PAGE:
Dapping tools are punches with a ball shaped end. As they are used to dome metal discs and making halves of beads they are sometimes called doming punches. They are usually used with a dapping block, a square or rectangular block of steel or wood which has perfect hemispherical indentations in different sizes.
As with most commercially produced tools dapping tools are compromised in their shape and function by the logistics and economics of machine tool production of tools. One should really consider most commercially produced tools as blanks which one has to reshape and work with to get a more useable tool from. Engraving tools are a case in point.
Commercially made dapping tools are clumsy, heavy and uncomfortable to use in the hand. They are same thickness as the sphere on their end. They look the way they do because it is cheaper and easier for an automatic lathe to turn them out that way: from the round stock. In the larger sizes they are not pleasant to use. They are also made from soft mild steel so that the lathe tools do not dull as quickly. You may have noticed how commercial dapping tools get dented rather easily. To make a better tool one can use a ball bearing.
Rumor has it that ball bearings may be internally stressed and can explode when heated so lets believe the rumor and grind a flat spot onto one part of the ball bearing. This simultaneously relieves stress and provides a better contact area to braze a rod or piece of key stock (non-hardenable square steel rod readily available in hardware stores) or drill rod onto. Even after brazing the ball bearing is harder than the normal dapping tool.
What goldsmiths call soldering is really brazing, same flux, use any material that melts lower than steel as a bonding agent copper, brass, silver, gold etc-I use brass. To braze it together cut the rod to length, set up with clamps so that the end of the rod rests on the flat spot ground on the ball bearing and use a fluxed strip of your brazing alloy. Use a thick borax white paste flux. Heat the heavily fluxed steel parts up a lot until they glow orange and then braze them together. Air cool and remove flux residues by running hot water over the tool. Polish off any oxidation scale with FabulustreÂ®. To keep scale to a minimum paint a slurry made of hand bar soap and water onto it before brazing. ‘Steelies’ (children’s ball bearing marbles) from flea markets are cheaper than when called ‘ball bearings’.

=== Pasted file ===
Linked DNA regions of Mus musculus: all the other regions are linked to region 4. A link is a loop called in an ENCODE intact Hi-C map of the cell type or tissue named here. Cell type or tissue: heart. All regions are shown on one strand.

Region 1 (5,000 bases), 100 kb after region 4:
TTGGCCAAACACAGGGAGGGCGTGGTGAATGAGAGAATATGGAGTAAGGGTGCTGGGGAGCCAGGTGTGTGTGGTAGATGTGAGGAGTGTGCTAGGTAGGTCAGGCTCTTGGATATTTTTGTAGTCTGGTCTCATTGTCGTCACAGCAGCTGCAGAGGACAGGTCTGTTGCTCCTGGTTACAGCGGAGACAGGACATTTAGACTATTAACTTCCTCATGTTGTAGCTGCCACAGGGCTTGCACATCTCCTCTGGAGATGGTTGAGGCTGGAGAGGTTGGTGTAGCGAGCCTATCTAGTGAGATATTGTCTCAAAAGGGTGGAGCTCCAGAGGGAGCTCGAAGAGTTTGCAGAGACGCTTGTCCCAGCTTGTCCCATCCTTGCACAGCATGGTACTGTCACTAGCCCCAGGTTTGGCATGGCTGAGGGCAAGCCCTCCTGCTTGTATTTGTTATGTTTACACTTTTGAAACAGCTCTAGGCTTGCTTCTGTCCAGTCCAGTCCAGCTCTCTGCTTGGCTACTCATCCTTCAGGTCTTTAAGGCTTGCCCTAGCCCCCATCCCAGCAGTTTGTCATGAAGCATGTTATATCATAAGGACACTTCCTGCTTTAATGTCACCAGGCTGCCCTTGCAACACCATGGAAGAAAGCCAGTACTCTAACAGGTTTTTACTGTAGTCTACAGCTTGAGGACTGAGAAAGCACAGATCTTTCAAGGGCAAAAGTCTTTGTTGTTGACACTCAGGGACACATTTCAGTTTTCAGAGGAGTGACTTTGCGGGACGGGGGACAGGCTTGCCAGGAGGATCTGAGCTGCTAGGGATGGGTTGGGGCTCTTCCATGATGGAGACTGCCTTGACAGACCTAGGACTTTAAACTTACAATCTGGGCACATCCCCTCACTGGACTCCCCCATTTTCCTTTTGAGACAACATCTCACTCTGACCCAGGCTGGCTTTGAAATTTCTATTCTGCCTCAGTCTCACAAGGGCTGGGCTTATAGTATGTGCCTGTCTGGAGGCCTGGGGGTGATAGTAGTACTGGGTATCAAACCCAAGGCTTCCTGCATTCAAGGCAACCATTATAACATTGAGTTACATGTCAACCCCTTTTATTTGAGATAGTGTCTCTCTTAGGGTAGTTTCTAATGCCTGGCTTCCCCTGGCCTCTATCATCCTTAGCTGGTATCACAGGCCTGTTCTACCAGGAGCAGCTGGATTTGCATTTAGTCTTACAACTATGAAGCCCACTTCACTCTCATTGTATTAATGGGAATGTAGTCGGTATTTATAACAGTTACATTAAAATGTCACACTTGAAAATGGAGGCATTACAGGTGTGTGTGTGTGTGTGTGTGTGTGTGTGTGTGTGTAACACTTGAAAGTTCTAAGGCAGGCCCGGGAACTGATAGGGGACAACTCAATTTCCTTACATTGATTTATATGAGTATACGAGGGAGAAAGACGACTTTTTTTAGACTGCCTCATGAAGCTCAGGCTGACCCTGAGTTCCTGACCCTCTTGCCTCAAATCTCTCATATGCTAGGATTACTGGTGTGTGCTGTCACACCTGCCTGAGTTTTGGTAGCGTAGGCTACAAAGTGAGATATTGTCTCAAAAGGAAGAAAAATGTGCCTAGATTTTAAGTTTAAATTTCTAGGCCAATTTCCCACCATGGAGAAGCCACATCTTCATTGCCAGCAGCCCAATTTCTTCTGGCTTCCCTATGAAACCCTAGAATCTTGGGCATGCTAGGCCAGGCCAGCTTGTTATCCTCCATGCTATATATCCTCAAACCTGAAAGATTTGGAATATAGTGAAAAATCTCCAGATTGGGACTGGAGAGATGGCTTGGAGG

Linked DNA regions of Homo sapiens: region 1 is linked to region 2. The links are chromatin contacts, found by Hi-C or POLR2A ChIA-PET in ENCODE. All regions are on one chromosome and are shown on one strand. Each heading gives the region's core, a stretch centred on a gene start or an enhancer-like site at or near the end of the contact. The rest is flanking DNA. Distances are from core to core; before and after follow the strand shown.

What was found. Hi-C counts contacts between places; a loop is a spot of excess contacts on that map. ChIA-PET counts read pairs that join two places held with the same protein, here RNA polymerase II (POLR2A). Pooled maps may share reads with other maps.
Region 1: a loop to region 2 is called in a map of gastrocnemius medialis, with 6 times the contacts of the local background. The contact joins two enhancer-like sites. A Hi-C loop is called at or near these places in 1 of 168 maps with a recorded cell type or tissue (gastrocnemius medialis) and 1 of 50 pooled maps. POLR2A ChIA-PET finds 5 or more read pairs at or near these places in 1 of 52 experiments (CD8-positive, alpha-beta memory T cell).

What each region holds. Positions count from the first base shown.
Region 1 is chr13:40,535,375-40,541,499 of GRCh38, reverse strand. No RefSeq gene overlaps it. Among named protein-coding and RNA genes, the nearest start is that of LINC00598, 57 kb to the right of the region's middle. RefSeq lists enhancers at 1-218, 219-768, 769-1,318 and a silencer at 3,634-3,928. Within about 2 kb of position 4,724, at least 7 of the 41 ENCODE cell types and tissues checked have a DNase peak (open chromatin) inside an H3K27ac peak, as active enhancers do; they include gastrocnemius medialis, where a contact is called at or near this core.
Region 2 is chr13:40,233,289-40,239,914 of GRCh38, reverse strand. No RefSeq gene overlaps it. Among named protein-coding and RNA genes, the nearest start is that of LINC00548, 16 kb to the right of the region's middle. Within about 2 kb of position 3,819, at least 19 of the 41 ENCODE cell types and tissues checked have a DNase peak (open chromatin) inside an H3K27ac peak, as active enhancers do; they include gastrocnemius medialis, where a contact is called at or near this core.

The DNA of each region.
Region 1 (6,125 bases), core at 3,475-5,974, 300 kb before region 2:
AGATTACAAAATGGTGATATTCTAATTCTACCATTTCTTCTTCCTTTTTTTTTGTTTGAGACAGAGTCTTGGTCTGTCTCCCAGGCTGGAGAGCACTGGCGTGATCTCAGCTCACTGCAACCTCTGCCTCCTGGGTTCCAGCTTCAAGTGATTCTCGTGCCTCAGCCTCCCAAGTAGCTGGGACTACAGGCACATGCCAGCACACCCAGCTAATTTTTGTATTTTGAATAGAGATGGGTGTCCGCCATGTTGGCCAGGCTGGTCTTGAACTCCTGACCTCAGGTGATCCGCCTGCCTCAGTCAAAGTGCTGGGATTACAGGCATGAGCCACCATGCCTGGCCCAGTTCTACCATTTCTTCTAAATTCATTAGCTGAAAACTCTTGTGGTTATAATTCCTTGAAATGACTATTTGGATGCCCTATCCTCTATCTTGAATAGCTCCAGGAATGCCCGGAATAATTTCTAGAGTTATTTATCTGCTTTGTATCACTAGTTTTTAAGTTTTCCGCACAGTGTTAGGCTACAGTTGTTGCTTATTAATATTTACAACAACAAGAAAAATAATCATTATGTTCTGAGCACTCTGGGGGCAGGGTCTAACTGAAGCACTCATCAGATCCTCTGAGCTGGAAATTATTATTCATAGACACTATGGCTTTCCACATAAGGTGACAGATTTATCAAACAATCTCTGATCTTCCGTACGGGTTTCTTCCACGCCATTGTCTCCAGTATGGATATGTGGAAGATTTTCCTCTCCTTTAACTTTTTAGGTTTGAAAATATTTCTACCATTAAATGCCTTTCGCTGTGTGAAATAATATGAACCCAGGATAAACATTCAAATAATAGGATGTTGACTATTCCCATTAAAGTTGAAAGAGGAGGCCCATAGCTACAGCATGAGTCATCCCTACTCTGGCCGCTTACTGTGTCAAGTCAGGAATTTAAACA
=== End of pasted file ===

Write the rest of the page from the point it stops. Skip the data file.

Another option are old fashioned door hinge pins which have beautiful balls on one end.
One can apparently obtain ‘ball valves’ as seconds from pump and liquid flow control companies. They are stainless and seconds can be had inexpensively. These are available in very large sizes and are like a sphere on a rod.
A bought dapping block is best to use. Inexpensive brass ones from India for the smaller sizes can be had from companies like TSI.
End grain of a tree trunk (best is hardwood) can be used for a kind of dapping block. Make a dent with the tool you want to use and then it works fairly well. Note that when using a hammer one sometimes makes a dent into wood because you then have an exact fit between hammer and wood to shape metal sheet with.
Freeing discs stuck in a dapping block can sometimes be difficult. If one places a latex surgical glove over the dapping block while in use discs tend to pop out easily. Rubber dam material also serves very well in this regard. Note that bulk users of expensive dental rubber dam material are physiotherapists and aerobics instructors who buy similar material in large rolls to make stretching tools for their clients to use.
Remember too that when dapping one should use a dapping tool one half to three quarters the diameter of the hole being used and that one should tip the disc being dapped to an extreme angle as one taps the tool into the block and rotates the disc. This rapidly daps the disc and also allows one to make a smaller dome than would otherwise be possible. This in turn solves the problem of too great a decrease in dapping hole size which can without this technique result in domes with scarred sides.
Lead blocks are really good for shaping metal on and in particular for stamping ring insides on without distorting the ring. Any traces of lead left on tools or transferred to precious metals may eat into them when they are next heated. Skin contact with lead is also not a good idea. Tin or typemetal can also work reasonably well without as much health hazard. One can however wrap the block in a latex surgical glove or in rubber dam material when storing and using it. This prevents contamination very well.